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Natural Sciences & Mathematics

Faculty & Staff

Nancy Lorenzon

Assistant Professor, Department of Biological Sciences

Human diseases associated with altered calcium signaling in muscle and neurons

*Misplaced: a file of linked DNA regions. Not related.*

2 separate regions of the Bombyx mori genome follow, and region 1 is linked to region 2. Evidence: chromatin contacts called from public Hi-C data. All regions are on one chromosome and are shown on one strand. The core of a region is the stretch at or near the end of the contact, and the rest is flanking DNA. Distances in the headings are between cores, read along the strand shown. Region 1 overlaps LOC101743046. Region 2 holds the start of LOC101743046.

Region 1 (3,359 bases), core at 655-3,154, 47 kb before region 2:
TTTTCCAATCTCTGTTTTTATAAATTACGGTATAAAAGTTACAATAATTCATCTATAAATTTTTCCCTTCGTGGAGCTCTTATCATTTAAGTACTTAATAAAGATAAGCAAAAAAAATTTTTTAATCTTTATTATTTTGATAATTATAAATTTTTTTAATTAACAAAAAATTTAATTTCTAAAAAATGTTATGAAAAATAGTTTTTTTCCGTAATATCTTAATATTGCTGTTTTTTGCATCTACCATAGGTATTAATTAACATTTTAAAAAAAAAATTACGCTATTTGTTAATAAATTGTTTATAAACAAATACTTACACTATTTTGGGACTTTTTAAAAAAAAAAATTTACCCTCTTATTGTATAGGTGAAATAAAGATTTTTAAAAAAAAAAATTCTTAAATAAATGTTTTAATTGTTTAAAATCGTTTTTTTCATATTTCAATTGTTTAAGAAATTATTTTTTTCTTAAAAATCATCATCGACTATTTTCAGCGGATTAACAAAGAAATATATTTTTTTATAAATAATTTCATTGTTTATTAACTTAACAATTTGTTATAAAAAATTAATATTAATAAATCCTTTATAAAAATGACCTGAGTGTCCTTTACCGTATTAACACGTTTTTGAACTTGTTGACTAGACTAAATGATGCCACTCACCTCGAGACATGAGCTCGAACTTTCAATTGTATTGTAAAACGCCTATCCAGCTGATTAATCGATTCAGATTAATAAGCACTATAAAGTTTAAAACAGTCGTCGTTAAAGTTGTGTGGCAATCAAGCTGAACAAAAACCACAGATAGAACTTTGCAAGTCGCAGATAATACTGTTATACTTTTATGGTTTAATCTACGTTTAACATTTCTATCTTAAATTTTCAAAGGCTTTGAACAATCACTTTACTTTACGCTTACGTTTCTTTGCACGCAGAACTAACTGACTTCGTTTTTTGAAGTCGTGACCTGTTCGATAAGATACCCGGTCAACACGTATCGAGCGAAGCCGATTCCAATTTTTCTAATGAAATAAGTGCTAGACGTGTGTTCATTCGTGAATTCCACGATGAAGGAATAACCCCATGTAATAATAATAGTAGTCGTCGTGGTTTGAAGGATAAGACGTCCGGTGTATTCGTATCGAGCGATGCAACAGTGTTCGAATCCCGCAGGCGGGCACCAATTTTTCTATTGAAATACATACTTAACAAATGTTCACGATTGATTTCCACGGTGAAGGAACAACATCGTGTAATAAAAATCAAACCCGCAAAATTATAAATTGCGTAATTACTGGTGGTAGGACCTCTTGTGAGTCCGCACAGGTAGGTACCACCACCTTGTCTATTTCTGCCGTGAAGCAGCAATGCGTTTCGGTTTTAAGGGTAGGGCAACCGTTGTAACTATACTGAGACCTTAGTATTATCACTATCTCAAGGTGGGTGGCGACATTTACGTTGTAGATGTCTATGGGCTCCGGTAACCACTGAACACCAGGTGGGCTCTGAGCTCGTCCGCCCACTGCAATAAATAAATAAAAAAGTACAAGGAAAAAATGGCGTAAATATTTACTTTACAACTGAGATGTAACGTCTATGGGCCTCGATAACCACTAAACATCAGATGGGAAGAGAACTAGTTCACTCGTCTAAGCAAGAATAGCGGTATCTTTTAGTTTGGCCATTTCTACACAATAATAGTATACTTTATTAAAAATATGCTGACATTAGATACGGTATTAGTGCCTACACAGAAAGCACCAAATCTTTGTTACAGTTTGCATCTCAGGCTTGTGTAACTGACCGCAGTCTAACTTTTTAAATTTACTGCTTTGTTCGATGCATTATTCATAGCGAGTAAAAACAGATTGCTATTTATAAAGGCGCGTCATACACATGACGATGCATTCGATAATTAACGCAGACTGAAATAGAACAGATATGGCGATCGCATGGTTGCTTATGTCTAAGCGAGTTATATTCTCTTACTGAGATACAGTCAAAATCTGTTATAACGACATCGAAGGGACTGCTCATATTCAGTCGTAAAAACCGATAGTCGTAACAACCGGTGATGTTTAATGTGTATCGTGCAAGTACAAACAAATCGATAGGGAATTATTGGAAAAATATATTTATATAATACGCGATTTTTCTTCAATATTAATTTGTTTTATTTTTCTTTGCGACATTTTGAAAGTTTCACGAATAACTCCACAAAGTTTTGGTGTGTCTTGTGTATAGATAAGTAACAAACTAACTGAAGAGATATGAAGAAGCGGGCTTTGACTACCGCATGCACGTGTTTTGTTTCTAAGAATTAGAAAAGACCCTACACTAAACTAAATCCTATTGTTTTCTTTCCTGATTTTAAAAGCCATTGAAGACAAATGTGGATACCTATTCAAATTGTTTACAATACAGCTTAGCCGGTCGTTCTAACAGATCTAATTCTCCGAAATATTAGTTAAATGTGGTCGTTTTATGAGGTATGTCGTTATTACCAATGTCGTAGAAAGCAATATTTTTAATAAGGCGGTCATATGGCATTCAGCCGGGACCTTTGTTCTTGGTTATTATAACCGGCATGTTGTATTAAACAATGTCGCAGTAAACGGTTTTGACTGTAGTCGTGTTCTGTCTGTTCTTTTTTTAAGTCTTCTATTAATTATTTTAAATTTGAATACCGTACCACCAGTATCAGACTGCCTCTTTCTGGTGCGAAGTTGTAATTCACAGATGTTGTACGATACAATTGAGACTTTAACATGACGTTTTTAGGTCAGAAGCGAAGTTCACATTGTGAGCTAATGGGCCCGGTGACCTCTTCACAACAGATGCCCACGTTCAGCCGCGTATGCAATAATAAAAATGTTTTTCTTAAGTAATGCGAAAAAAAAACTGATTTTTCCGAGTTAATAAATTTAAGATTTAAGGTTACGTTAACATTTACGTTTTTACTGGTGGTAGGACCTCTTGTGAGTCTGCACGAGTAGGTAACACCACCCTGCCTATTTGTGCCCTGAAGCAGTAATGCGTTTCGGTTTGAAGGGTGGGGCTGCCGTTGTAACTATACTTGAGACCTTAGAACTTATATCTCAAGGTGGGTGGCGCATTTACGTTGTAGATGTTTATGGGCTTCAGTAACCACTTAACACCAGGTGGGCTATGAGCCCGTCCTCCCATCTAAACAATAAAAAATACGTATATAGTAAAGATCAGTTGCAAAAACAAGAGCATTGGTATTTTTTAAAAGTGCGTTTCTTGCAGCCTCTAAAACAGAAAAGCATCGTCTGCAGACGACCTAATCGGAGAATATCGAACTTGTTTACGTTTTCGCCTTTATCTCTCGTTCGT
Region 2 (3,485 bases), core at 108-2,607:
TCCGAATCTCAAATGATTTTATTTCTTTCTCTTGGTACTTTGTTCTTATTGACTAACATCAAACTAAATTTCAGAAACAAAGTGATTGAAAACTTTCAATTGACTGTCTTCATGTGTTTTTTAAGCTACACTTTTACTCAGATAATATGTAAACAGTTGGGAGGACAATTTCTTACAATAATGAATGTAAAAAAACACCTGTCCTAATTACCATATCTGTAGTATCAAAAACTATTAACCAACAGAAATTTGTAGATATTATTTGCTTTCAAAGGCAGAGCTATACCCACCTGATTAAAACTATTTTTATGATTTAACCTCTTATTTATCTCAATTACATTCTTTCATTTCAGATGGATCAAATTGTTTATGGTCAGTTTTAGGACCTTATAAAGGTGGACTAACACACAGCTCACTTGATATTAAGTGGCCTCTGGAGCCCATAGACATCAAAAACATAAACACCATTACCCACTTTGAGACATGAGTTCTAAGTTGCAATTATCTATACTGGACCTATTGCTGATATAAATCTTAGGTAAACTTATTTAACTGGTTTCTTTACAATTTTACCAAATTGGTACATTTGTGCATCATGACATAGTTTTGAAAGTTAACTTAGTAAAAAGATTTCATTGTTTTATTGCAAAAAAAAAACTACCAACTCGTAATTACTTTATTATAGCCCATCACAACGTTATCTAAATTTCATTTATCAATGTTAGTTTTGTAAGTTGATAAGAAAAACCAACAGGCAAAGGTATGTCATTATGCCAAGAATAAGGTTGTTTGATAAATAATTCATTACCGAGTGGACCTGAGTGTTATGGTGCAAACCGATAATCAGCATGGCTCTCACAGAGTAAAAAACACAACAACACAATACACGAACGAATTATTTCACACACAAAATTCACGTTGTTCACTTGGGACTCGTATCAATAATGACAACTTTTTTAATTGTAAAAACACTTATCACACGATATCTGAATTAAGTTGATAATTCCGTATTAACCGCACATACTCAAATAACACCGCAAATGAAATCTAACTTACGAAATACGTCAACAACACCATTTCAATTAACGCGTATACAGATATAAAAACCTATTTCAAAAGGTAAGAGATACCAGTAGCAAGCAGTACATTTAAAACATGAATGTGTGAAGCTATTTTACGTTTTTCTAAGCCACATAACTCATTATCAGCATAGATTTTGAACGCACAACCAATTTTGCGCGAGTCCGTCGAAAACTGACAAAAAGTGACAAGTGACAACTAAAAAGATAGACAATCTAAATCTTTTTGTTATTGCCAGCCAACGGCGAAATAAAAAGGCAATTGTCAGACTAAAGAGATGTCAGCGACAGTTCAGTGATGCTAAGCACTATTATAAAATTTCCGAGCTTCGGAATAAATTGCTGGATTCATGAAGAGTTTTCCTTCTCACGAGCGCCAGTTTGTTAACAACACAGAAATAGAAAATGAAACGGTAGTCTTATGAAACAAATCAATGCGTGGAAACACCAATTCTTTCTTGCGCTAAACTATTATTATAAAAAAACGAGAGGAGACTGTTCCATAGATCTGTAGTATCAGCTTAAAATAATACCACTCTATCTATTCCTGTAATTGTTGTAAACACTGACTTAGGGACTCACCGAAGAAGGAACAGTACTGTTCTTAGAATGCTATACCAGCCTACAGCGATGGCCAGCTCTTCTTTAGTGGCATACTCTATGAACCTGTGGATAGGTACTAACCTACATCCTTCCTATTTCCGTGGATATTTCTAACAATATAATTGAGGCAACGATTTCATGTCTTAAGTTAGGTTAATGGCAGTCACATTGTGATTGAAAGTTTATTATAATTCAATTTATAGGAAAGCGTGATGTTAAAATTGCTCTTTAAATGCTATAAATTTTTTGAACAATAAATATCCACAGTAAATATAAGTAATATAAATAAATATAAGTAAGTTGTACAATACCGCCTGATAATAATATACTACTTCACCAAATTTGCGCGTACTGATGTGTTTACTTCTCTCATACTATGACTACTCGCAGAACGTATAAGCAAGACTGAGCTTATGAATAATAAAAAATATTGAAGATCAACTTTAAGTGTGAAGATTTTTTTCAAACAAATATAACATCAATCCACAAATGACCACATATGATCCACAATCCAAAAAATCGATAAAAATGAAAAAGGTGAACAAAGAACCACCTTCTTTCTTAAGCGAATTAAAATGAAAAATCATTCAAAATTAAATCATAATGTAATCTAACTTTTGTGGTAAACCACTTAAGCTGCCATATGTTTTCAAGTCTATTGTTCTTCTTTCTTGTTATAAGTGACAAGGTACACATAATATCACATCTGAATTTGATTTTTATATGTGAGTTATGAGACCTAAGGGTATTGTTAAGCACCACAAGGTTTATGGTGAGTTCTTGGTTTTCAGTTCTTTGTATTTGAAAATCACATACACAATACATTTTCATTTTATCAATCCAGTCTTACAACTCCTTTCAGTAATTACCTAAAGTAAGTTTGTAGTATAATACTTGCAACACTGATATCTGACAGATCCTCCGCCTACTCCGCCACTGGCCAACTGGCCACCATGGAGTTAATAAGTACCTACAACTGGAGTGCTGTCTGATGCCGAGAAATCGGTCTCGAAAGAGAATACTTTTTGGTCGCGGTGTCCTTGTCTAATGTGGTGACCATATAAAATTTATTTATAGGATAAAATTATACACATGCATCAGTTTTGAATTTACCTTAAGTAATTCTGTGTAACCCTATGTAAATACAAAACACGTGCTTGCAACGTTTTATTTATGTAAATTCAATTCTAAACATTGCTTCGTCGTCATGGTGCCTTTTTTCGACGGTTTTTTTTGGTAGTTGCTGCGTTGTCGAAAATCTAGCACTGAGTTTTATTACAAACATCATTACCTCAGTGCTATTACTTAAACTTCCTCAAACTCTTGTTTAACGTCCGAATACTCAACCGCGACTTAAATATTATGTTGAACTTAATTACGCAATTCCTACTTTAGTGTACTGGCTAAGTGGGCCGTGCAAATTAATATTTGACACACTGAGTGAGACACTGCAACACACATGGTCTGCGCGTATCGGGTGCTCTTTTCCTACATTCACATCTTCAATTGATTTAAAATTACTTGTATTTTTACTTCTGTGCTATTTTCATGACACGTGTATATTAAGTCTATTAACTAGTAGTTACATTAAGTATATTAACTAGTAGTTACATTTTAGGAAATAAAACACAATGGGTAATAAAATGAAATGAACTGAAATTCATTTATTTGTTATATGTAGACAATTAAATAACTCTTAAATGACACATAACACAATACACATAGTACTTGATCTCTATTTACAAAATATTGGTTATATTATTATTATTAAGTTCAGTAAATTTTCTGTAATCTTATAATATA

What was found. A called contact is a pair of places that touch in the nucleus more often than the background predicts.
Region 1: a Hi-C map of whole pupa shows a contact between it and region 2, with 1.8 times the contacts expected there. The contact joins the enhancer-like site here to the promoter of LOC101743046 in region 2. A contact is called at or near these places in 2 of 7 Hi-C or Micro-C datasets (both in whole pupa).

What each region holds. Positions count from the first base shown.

My research focuses on acquiring a better understanding of calcium channel function and protein interactions involved in calcium signaling in muscle and neurons. Calcium serves as a second messenger in many cellular functions throughout the nervous system and in skeletal and cardiac muscle. As a result of the diverse roles of calcium ions in cellular function, genetic mutations in calcium channels can affect not only the electrical activity of cells but also diverse downstream signaling. Mutations of genes encoding calcium have been implicated in the etiology of a diverse group of nerve and muscle diseases. Calcium channel defects are responsible for inherited human disorders of skeletal muscle (including hypokalemic periodic paralysis, malignant hyperthermia and central core disease), and of cardiac muscle (arrhythmogenic right ventricular cardiomyopathy type-2 and familial polymorphic ventricular tachycardia). Neuronal calcium channels have been associated with several dominantly-inherited human diseases ranging from visual disorders to migraines, ataxia, and seizures such as familial hemiplegic migraine, cerebellar ataxia-2, congenital night blindness, generalized epilepsy, and absence seizures. In addition, disruption in calcium homeostasis has been implicated in the pathology of several other human diseases that are not directly due to mutations in calcium-regulating proteins; for example, spinocerebellar ataxia 1, 2 and 3, Alzheimer's disease, amyotrophic lateral sclerosis, Huntington's disease, and Parkinson's disease. Research in my lab incorporates a multi-faceted approach combining electrophysiology, confocal microscopy, calcium imaging and molecular biology. The information gained through these functional studies will be critical not only for understanding an essential function in muscular and nervous systems, but also for determining how mutational alterations of calcium channels lead to human disease, and for developing therapeutic approaches for these diseases.